While my days were spent away from the town, exploring Chambord and Chenonceau, there was still plenty to do when I returned to Blois. There were walking trails throughout the old town, where you followed brass circles laid in to the ground on a treasure hunt to learn more about the history of Blois.
There were a lot of restaurants (the two that I ate at were very good!). Most people were friendly and patient when I tried out my broken French on them, and I felt safe walking back to the hotel after a late night at The Sound at Light Show.
but you’d better watch out for the dragons…
The courtyard at the front of the Château de Blois is normally a peaceful square, bordered by the château, the gardens, the office of tourism, a cluster of restaurants, and Jean Eugene Robert-Houdin’s House of Magic (Maison de la Magie).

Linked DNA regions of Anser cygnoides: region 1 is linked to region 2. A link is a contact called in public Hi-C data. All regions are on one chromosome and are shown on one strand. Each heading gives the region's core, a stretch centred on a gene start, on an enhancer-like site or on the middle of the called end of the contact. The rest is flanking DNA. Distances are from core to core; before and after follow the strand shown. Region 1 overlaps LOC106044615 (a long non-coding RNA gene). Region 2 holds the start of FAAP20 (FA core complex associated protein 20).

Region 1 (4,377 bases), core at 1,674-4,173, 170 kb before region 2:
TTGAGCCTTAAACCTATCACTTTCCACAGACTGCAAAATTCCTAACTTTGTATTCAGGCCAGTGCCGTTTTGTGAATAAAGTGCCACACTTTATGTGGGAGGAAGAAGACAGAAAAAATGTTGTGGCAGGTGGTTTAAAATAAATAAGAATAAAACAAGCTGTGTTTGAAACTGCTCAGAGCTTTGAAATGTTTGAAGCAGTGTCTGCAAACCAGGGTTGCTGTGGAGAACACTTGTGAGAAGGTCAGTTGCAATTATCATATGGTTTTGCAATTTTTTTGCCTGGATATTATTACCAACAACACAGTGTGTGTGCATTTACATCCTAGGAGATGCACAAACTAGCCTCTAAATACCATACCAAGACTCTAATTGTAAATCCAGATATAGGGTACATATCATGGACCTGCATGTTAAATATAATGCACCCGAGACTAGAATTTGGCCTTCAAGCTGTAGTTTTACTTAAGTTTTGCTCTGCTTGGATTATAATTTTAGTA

Unless you’re there when the dragons come out.
I was sitting in the gardens killing time while waiting for my bus to Chambord, when I heard a low growl mixed with a beeping sound. Whirling around, I found that the pretty Maison de Magie now had five dragon heads sticking out from it! Later I would learn that this was a homage to Jean Eugene Robert-Houdin and combined his love of magic, timepieces and animatronics.
Ultimately I was happy with my decision to stay in Blois and would definitely recommend it as an option as a base for visiting the Loire Valley.
Where would you stay when visiting the Loire Valley?
What you need to know:
Blois is a two hour train ride from Gare d’Austerlitz, Paris.
When I need a break from travelling and want to relax for a while in Berlin, I head to the gardens of Charlottenburg Palace.
Named after Sophie Charlotte, the wife of Frederick the Great and the first queen of Prussia, the baroque palace was constructed in 1699 and is the largest palace in Berlin.
I first visited the palace while on a school trip in 2001. I have vague memories of a beautiful light-filled ballroom, a dark crowded chapel, and the first of what has now been many rooms that house royal collections of porcelain and china.